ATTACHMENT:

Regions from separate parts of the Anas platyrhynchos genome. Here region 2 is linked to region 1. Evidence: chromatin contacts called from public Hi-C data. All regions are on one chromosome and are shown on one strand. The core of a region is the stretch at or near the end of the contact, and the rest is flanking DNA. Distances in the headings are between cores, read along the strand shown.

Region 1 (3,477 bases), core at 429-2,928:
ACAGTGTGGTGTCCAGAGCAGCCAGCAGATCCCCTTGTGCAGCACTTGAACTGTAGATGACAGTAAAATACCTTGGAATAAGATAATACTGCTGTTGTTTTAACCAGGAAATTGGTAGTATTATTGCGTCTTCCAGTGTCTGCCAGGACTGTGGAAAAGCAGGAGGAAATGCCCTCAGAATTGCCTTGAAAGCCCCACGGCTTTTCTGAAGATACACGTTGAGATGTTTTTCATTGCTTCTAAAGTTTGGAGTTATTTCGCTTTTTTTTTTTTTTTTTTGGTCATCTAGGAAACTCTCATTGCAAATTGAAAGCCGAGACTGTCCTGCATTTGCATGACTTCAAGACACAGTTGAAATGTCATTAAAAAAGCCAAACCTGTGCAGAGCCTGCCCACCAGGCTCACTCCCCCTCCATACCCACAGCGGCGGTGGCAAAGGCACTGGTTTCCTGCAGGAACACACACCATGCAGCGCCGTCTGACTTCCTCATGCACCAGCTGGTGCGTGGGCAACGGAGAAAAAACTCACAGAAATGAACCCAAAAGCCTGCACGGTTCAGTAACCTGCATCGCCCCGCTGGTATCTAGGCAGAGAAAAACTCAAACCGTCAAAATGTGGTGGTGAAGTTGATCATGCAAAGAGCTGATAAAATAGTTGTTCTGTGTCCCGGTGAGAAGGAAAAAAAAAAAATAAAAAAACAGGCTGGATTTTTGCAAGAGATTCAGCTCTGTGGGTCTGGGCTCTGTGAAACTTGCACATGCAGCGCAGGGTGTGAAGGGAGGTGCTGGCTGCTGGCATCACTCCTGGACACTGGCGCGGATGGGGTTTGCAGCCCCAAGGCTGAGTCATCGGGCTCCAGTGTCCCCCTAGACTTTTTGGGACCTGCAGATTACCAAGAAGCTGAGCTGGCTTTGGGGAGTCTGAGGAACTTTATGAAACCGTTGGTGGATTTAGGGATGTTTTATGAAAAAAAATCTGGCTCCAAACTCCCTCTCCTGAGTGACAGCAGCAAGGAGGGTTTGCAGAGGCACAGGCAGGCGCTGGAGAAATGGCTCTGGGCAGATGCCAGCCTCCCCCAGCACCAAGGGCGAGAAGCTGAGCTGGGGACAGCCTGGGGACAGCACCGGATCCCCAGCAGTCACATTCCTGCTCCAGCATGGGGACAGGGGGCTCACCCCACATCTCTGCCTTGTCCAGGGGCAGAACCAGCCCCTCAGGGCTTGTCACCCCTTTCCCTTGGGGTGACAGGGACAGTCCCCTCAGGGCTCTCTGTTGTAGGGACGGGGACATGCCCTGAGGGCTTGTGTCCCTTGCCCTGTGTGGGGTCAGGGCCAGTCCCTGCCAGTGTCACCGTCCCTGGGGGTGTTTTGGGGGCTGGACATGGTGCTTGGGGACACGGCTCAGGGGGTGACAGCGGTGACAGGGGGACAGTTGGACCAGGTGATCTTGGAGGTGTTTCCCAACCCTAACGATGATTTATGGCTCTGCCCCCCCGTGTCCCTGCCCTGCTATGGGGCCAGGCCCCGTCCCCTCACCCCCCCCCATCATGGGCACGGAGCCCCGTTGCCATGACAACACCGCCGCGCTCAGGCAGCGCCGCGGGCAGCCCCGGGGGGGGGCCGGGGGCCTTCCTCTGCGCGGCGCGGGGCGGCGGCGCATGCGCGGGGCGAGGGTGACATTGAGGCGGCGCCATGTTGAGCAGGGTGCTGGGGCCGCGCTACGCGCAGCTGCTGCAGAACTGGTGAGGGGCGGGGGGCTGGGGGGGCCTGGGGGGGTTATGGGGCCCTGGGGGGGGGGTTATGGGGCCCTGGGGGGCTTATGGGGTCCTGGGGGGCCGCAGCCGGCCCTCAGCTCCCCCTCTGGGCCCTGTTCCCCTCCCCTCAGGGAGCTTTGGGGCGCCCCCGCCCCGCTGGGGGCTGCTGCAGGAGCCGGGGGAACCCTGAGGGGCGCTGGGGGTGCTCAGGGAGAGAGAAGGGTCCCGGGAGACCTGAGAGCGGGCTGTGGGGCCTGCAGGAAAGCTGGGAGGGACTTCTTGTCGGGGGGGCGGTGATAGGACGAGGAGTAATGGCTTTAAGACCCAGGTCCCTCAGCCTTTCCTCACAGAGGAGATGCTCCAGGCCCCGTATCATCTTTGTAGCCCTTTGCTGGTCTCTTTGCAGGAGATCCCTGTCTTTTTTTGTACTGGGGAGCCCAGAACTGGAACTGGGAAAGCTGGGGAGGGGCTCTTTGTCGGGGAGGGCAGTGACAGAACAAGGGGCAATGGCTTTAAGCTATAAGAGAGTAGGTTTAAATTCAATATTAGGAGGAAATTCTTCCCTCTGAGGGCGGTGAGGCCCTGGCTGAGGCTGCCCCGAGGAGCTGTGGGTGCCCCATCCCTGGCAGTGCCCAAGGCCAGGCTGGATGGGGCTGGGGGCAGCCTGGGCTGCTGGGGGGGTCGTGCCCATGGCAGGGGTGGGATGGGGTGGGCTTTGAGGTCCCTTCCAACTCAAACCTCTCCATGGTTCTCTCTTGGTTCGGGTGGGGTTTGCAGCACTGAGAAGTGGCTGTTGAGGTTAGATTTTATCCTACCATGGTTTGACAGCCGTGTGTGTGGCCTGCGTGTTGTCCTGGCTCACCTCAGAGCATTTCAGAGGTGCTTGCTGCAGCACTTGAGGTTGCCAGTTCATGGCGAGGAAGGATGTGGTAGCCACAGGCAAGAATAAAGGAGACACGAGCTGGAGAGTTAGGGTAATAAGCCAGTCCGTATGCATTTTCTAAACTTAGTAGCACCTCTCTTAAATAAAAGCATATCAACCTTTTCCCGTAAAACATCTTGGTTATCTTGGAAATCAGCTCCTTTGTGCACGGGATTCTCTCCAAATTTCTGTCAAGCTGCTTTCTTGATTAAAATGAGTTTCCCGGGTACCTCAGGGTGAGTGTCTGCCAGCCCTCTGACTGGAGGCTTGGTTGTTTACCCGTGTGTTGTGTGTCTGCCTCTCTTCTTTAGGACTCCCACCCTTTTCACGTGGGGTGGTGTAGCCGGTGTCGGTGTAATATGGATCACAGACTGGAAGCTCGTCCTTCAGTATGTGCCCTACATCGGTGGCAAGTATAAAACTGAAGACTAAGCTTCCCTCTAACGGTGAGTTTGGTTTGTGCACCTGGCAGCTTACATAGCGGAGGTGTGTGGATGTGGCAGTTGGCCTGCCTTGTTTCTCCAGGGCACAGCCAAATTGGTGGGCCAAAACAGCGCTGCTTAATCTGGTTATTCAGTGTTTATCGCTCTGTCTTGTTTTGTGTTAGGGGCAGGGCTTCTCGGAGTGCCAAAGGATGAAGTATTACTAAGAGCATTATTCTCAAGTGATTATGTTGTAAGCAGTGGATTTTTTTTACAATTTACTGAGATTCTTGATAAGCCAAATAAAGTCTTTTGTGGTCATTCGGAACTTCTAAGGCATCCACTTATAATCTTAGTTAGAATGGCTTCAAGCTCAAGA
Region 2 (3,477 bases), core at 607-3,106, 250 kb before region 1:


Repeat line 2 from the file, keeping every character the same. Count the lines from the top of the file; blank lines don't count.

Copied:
Region 1 (3,477 bases), core at 429-2,928: